My learning progress skyrocketed after adopting a new standard: Intuition Isn't Optional. Imagine a chef who follows a new recipe to the letter. No matter how it looks, no matter the reviews the recipe has, if the dish doesn't taste good we know something is wrong. A sense of taste is the ultimate cooking tool. […]
This is a companion discussion topic for the original entry at http://betterexplained.com/articles/intuition-isnt-optional/
Your explanations are really good!!
Thanks for another Intuitively and well explained topic.
The article has elicited an epiphany of sorts on various levels to dig deep into some bad habits acquired in recent years and work to absolve them asap.
I have recently (within the past few years) felt a need to learn math again, and take it seriously this time. The older I get, the more appreciation I feel for a strong background in math. Unfortunately, I didn’t take math seriously through school. It was a means to an end: graduation.
Since my background is Computer Science, I’m beginning my math explorations with CS topics, such as Category Theory, Lambda Calculus, and Type Theory. Eventually, I’d like my interest to grow into other topics of math.
Anyway, I just want to say that I really, really appreciate your site and posts for making me feel like I wasn’t an idiot for not grasping math like the other classmates. I certainly recall those A-ha moments, and they were brilliant! I want more of them, and now I realize it’s okay if I didn’t have them before. It doesn’t mean I’m a failure; it means I just didn’t “get it” yet, but I can, and I will.
Thanks for another good post. It reminds me of a good book I’m reading about learning languages in a much more effective and emotional way:.
Here’s a link to a Google books preview of some of Chapter 2. The author’s principles described there to defeat forgetting languages overlap with your aim to get a visual and emotional connection to math concepts:
I rather enjoyed going through Pragmatic Thinking and Learning by Andy Hunt. Does a superb job of going through the “science” of “learning how to learn”. Specifically the information regarding the dreyfus model of skill acquisition.
Being cognizant of your learning, like in your checklist above, is definitely a practice a lot of people could benefit from.
What I find interesting is how somewhat non-connected topics and domains can lead us upward on our journey to mastery. Often times I struggle to find the right questions to ask until I’ve come into a completely unrelated subject or situation.
I often wondered what would a school be like in 1000 A.D. The teachers probably didn’t lecture like the professors today - there were much fewer pieces of knowledge, there’s no rush to finish topics before a school year, and the population wasn’t as ridiculous as today.
Since some point in history, schools became more like factories where employees with particular skills. Efficiency became the top priority, not effectiveness. After a generation, a lot of teachers had no idea why do the stuff they teach matter either. That’s when the vicious cycle started.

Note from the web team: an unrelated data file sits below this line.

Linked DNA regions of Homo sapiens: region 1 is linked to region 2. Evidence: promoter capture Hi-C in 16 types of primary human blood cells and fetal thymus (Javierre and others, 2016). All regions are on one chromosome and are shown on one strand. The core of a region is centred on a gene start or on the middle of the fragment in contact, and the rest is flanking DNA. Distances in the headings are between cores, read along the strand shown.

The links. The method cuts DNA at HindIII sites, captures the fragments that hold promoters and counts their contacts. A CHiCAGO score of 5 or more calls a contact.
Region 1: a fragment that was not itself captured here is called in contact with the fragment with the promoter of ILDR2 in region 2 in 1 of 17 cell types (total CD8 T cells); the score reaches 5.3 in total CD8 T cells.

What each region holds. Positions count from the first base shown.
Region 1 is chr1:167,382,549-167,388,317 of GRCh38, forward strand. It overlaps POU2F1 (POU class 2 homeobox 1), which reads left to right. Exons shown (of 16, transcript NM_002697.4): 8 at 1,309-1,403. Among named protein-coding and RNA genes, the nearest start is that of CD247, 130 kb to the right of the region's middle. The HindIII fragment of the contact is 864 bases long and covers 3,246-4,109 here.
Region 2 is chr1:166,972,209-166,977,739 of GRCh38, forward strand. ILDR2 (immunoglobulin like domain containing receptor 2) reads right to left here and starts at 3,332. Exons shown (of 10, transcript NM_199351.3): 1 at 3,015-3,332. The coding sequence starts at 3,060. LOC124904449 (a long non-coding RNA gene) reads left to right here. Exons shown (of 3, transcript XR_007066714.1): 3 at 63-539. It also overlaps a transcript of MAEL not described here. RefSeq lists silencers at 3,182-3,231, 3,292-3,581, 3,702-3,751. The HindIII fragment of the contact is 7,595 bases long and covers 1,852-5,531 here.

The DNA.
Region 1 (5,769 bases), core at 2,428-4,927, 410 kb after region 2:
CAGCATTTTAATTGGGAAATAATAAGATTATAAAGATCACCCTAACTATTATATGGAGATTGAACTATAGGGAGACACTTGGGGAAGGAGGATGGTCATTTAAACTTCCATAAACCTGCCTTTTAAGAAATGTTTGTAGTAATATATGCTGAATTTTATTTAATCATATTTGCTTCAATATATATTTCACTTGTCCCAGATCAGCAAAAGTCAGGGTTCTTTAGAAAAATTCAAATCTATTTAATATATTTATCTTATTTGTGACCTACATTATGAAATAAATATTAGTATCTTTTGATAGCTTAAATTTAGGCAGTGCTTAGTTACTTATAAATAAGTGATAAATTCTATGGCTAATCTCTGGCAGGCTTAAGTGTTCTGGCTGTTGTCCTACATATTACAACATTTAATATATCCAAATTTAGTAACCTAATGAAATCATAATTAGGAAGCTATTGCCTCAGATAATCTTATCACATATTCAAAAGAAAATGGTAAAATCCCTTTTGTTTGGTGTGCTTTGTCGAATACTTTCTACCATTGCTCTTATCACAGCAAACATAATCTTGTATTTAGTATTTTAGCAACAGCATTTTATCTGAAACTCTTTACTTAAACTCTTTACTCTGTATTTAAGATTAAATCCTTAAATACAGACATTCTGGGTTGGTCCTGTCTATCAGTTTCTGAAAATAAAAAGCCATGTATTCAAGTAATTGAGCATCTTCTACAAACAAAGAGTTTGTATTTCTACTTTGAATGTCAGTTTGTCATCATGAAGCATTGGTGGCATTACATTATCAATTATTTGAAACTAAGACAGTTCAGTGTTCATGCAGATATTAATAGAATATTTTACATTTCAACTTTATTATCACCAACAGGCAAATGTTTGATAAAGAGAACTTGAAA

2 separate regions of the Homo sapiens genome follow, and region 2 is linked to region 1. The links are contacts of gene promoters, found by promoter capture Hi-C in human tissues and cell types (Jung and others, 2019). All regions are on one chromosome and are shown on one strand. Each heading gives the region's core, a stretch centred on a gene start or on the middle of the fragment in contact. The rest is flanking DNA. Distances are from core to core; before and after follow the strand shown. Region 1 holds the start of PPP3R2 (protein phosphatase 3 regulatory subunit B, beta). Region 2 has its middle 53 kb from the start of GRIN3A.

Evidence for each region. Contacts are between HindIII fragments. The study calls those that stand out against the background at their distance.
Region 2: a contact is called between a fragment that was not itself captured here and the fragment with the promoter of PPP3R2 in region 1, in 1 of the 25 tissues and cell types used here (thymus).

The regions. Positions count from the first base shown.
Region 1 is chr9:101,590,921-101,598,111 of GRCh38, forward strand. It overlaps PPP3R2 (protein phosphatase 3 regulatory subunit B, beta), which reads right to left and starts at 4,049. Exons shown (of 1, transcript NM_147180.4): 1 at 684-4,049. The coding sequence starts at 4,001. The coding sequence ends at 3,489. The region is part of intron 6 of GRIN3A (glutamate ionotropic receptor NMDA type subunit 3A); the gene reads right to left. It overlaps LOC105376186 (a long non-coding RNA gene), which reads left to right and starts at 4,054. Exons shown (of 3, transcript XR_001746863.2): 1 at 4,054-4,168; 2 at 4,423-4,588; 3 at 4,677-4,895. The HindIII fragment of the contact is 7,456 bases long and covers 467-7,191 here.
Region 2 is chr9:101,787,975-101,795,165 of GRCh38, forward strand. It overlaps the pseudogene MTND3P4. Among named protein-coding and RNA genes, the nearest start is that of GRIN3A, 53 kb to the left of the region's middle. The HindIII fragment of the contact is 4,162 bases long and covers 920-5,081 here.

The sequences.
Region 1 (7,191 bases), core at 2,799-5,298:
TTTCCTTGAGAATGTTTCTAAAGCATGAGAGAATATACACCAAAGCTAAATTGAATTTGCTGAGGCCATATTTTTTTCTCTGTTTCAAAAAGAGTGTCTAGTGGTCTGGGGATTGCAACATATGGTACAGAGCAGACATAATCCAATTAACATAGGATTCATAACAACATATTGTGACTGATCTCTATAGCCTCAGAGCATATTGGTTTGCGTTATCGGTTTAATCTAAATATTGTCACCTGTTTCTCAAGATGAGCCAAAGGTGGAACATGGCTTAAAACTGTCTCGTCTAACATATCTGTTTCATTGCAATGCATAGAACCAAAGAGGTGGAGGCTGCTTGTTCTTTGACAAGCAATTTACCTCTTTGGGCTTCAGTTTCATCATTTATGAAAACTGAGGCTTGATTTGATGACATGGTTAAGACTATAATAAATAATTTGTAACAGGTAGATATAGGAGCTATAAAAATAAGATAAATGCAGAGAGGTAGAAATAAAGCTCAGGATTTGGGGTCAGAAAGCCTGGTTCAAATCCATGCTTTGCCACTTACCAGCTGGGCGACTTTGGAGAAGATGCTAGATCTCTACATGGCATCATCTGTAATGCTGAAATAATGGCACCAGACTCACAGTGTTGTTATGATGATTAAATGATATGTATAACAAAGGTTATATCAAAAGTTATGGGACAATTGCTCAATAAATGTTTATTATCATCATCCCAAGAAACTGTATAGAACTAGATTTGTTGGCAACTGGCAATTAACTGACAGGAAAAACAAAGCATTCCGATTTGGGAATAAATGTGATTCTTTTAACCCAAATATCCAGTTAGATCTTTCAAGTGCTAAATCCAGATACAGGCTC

Now we started to realize this again, because building and envisioning a better tomorrow requires a deeper understanding than what most people have now. We have to start educating ourselves, despite going to school for 16 years.
Or is that what school is really about, teaching you some skills and knowledge and you’re on your own to figure out how to really understand things? I don’t know.
@Josh: Thanks for the reference, I need to visit that book again. Just being aware that we can improve our learning with a few strategies or checklists was eye-opening for me. And yep, I’ve definitely found that different domains can give insights on how to approach new subjects. It’d be absurd to attempt to cook without tasting, and it’s now similarly strange for me to learn math without trying to experience the idea.
@Bill: Glad you liked it, and thanks for the reference. Language learning is another area where we put in so much effort but seem to get such poor results in practice using traditional methods.
@Erica: It’s a neat thought experiment. I similarly realized that for thousands of years, pre-literate societies passed down knowledge via stories, metaphors, analogies, etc. There is clearly a place for formal and symbolic knowledge, but it complements (and doesn’t replace) the need for an intuitive understanding that actually lasts.
Yep, it seems education has evolved to be easily tested and graded, which has its benefits, but measurement efficiency shouldn’t be the only goal. My main takeaway is that we have to take learning into our own hands, using class tests as one guidepost. If I can’t pass the tests, I know I still have more to learn, but if I don’t have an Aha! moment, there’s more to learn as well.
Thanks Nick, happy to hear this resonated. I think basic empathy is a huge component of teaching: we need to feel comfortable learning, and if we don’t get something, we need to know we can revisit/explain it in other ways without being ashamed or intimidated. I’m only now finally understanding concepts I was introduced to in school decades ago.
Three words- I LOVE THIS!
Thanks a ton kalid.
My experience at school–UK, 1950s, matches this, from Neil Postman:
“Children enter school as question marks and leave as periods.”
Thanks John & Siri.
Raghuraman, glad it helped – I’m also in the process of constantly examining and untangling what I consider learning to be.
Great quote Barry!
I love you - You have done what I have been wanting to do except that I was lazy … and you did it way better. Great stuff.
Sir, your website is indeed worth coming across. I liked the Site Philosophy page. It inspires to learn more and share.
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